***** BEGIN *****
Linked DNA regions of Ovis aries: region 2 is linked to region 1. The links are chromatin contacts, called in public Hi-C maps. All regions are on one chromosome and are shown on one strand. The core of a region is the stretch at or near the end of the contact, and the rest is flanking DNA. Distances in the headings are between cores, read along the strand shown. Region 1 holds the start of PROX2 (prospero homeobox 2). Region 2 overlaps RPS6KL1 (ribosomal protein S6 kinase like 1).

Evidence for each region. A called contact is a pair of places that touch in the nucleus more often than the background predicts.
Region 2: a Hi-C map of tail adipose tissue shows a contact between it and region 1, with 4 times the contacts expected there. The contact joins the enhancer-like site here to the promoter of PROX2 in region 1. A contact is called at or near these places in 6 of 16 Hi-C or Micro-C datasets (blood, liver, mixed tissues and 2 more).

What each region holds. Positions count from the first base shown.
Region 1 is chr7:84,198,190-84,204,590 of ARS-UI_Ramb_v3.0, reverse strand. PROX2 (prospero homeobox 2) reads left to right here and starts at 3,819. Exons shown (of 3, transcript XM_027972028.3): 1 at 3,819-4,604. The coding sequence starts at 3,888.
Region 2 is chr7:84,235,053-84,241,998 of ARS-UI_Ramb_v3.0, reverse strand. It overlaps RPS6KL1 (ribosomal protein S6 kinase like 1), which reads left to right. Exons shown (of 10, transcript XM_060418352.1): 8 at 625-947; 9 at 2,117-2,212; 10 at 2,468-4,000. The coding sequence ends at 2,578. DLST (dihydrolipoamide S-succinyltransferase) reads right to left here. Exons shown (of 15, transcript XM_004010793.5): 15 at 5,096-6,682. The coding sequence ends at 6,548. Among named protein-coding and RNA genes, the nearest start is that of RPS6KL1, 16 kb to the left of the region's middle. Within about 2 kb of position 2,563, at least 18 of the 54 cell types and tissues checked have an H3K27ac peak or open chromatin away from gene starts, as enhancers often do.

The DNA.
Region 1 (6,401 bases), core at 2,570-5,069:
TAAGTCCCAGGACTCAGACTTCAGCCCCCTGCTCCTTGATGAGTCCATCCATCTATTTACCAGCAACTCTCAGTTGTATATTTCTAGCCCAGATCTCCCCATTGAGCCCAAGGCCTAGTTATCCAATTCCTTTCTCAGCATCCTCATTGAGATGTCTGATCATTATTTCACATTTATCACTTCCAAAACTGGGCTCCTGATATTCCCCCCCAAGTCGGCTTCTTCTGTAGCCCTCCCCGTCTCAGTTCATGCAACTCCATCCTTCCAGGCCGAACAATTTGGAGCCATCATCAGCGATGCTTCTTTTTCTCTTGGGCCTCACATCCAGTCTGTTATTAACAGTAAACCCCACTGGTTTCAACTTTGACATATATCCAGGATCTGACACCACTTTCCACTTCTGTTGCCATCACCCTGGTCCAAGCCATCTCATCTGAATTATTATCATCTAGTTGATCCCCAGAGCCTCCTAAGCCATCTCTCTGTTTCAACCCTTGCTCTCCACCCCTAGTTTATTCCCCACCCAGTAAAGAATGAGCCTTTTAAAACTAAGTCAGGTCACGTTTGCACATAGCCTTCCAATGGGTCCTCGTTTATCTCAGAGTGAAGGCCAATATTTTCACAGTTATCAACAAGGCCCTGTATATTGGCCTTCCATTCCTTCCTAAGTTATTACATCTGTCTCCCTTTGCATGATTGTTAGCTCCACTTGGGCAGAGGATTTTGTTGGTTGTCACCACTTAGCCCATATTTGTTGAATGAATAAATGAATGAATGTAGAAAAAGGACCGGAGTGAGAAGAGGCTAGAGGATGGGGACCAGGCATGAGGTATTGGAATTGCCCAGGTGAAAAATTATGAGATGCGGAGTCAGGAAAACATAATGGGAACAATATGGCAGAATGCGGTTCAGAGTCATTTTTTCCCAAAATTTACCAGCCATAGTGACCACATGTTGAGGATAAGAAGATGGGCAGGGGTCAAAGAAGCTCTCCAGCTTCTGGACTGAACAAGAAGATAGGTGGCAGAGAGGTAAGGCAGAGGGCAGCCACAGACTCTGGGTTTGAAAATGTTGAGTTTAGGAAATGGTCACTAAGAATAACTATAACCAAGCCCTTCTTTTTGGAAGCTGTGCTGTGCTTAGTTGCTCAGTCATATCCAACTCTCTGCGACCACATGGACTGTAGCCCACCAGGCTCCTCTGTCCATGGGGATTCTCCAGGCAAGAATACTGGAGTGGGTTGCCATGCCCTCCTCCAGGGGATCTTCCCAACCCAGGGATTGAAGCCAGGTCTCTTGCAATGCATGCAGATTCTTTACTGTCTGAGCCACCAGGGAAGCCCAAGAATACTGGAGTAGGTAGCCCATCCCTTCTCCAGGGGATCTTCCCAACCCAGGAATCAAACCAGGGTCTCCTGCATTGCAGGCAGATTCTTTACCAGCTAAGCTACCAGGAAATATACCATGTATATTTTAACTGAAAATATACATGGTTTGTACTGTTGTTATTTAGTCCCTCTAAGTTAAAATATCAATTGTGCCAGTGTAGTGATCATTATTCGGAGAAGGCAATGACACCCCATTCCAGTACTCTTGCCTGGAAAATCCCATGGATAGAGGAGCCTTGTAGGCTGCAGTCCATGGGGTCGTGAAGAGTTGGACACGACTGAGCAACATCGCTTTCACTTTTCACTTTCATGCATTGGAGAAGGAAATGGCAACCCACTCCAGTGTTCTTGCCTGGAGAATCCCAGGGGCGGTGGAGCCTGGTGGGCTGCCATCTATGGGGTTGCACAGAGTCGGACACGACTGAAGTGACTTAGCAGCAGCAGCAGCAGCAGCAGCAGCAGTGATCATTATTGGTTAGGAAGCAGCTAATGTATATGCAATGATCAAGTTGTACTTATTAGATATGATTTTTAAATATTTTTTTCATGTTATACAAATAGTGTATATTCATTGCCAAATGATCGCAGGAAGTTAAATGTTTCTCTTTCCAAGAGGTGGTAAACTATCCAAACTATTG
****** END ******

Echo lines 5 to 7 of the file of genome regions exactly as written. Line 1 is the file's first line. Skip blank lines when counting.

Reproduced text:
Region 1 is chr7:84,198,190-84,204,590 of ARS-UI_Ramb_v3.0, reverse strand. PROX2 (prospero homeobox 2) reads left to right here and starts at 3,819. Exons shown (of 3, transcript XM_027972028.3): 1 at 3,819-4,604. The coding sequence starts at 3,888.
Region 2 is chr7:84,235,053-84,241,998 of ARS-UI_Ramb_v3.0, reverse strand. It overlaps RPS6KL1 (ribosomal protein S6 kinase like 1), which reads left to right. Exons shown (of 10, transcript XM_060418352.1): 8 at 625-947; 9 at 2,117-2,212; 10 at 2,468-4,000. The coding sequence ends at 2,578. DLST (dihydrolipoamide S-succinyltransferase) reads right to left here. Exons shown (of 15, transcript XM_004010793.5): 15 at 5,096-6,682. The coding sequence ends at 6,548. Among named protein-coding and RNA genes, the nearest start is that of RPS6KL1, 16 kb to the left of the region's middle. Within about 2 kb of position 2,563, at least 18 of the 54 cell types and tissues checked have an H3K27ac peak or open chromatin away from gene starts, as enhancers often do.

The DNA.